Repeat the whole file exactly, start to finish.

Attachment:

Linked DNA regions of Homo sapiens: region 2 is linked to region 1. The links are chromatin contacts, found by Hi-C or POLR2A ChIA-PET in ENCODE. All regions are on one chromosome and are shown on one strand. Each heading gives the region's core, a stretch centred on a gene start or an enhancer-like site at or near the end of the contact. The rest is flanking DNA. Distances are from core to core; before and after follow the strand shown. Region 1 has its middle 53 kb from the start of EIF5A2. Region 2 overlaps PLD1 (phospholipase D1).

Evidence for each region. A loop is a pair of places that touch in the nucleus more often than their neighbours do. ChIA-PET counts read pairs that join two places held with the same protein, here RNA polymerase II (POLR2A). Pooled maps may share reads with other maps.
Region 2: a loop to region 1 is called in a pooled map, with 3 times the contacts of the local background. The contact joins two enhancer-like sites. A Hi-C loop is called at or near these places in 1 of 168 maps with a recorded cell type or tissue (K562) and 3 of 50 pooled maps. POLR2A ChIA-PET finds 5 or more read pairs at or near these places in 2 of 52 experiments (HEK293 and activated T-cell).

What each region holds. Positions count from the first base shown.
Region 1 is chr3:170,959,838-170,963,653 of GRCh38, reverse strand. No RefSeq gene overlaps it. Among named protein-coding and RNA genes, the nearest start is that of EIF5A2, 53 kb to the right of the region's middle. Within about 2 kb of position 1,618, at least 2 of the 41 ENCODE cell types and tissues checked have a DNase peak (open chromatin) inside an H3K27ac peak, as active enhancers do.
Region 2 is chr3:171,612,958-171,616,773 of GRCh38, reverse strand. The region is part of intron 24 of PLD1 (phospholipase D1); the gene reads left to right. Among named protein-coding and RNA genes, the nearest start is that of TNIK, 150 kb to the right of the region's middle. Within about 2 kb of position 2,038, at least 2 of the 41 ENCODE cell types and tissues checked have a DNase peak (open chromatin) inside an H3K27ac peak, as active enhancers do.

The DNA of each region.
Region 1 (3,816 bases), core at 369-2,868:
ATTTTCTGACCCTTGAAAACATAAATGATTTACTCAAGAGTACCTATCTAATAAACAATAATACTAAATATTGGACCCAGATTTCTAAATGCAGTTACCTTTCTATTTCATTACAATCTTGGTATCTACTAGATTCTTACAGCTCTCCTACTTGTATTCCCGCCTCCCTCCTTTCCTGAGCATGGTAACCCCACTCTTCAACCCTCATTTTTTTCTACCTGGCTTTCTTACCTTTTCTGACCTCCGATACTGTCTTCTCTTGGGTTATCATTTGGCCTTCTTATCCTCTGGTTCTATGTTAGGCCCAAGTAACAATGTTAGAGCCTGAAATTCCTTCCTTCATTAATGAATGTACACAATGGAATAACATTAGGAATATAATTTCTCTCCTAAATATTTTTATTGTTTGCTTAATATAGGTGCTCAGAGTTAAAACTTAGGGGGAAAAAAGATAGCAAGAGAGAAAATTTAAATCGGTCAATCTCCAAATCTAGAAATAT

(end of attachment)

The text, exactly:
Linked DNA regions of Homo sapiens: region 2 is linked to region 1. The links are chromatin contacts, found by Hi-C or POLR2A ChIA-PET in ENCODE. All regions are on one chromosome and are shown on one strand. Each heading gives the region's core, a stretch centred on a gene start or an enhancer-like site at or near the end of the contact. The rest is flanking DNA. Distances are from core to core; before and after follow the strand shown. Region 1 has its middle 53 kb from the start of EIF5A2. Region 2 overlaps PLD1 (phospholipase D1).

Evidence for each region. A loop is a pair of places that touch in the nucleus more often than their neighbours do. ChIA-PET counts read pairs that join two places held with the same protein, here RNA polymerase II (POLR2A). Pooled maps may share reads with other maps.
Region 2: a loop to region 1 is called in a pooled map, with 3 times the contacts of the local background. The contact joins two enhancer-like sites. A Hi-C loop is called at or near these places in 1 of 168 maps with a recorded cell type or tissue (K562) and 3 of 50 pooled maps. POLR2A ChIA-PET finds 5 or more read pairs at or near these places in 2 of 52 experiments (HEK293 and activated T-cell).

What each region holds. Positions count from the first base shown.
Region 1 is chr3:170,959,838-170,963,653 of GRCh38, reverse strand. No RefSeq gene overlaps it. Among named protein-coding and RNA genes, the nearest start is that of EIF5A2, 53 kb to the right of the region's middle. Within about 2 kb of position 1,618, at least 2 of the 41 ENCODE cell types and tissues checked have a DNase peak (open chromatin) inside an H3K27ac peak, as active enhancers do.
Region 2 is chr3:171,612,958-171,616,773 of GRCh38, reverse strand. The region is part of intron 24 of PLD1 (phospholipase D1); the gene reads left to right. Among named protein-coding and RNA genes, the nearest start is that of TNIK, 150 kb to the right of the region's middle. Within about 2 kb of position 2,038, at least 2 of the 41 ENCODE cell types and tissues checked have a DNase peak (open chromatin) inside an H3K27ac peak, as active enhancers do.

The DNA of each region.
Region 1 (3,816 bases), core at 369-2,868:
ATTTTCTGACCCTTGAAAACATAAATGATTTACTCAAGAGTACCTATCTAATAAACAATAATACTAAATATTGGACCCAGATTTCTAAATGCAGTTACCTTTCTATTTCATTACAATCTTGGTATCTACTAGATTCTTACAGCTCTCCTACTTGTATTCCCGCCTCCCTCCTTTCCTGAGCATGGTAACCCCACTCTTCAACCCTCATTTTTTTCTACCTGGCTTTCTTACCTTTTCTGACCTCCGATACTGTCTTCTCTTGGGTTATCATTTGGCCTTCTTATCCTCTGGTTCTATGTTAGGCCCAAGTAACAATGTTAGAGCCTGAAATTCCTTCCTTCATTAATGAATGTACACAATGGAATAACATTAGGAATATAATTTCTCTCCTAAATATTTTTATTGTTTGCTTAATATAGGTGCTCAGAGTTAAAACTTAGGGGGAAAAAAGATAGCAAGAGAGAAAATTTAAATCGGTCAATCTCCAAATCTAGAAATAT